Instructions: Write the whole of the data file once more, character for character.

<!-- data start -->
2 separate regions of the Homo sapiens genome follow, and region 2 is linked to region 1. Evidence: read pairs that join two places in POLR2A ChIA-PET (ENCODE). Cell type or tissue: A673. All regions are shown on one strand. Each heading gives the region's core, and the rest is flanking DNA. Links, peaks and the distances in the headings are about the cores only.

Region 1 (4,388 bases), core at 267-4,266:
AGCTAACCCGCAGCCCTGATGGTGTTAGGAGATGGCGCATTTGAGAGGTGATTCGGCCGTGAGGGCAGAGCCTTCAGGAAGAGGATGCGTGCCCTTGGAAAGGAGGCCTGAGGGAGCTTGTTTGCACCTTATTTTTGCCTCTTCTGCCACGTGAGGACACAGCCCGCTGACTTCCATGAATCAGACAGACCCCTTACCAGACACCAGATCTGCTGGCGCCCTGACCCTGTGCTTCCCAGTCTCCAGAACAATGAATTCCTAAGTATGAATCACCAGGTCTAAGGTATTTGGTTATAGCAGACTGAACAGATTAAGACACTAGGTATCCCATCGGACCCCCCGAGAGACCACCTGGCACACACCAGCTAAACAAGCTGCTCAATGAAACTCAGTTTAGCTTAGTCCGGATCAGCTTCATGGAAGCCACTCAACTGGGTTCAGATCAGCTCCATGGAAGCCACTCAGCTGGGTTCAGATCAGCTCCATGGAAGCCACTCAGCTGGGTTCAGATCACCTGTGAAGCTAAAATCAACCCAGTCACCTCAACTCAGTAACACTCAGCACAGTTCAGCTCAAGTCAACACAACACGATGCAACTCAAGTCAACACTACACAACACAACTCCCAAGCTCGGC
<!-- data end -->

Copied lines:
2 separate regions of the Homo sapiens genome follow, and region 2 is linked to region 1. Evidence: read pairs that join two places in POLR2A ChIA-PET (ENCODE). Cell type or tissue: A673. All regions are shown on one strand. Each heading gives the region's core, and the rest is flanking DNA. Links, peaks and the distances in the headings are about the cores only.

Region 1 (4,388 bases), core at 267-4,266:
AGCTAACCCGCAGCCCTGATGGTGTTAGGAGATGGCGCATTTGAGAGGTGATTCGGCCGTGAGGGCAGAGCCTTCAGGAAGAGGATGCGTGCCCTTGGAAAGGAGGCCTGAGGGAGCTTGTTTGCACCTTATTTTTGCCTCTTCTGCCACGTGAGGACACAGCCCGCTGACTTCCATGAATCAGACAGACCCCTTACCAGACACCAGATCTGCTGGCGCCCTGACCCTGTGCTTCCCAGTCTCCAGAACAATGAATTCCTAAGTATGAATCACCAGGTCTAAGGTATTTGGTTATAGCAGACTGAACAGATTAAGACACTAGGTATCCCATCGGACCCCCCGAGAGACCACCTGGCACACACCAGCTAAACAAGCTGCTCAATGAAACTCAGTTTAGCTTAGTCCGGATCAGCTTCATGGAAGCCACTCAACTGGGTTCAGATCAGCTCCATGGAAGCCACTCAGCTGGGTTCAGATCAGCTCCATGGAAGCCACTCAGCTGGGTTCAGATCACCTGTGAAGCTAAAATCAACCCAGTCACCTCAACTCAGTAACACTCAGCACAGTTCAGCTCAAGTCAACACAACACGATGCAACTCAAGTCAACACTACACAACACAACTCCCAAGCTCGGC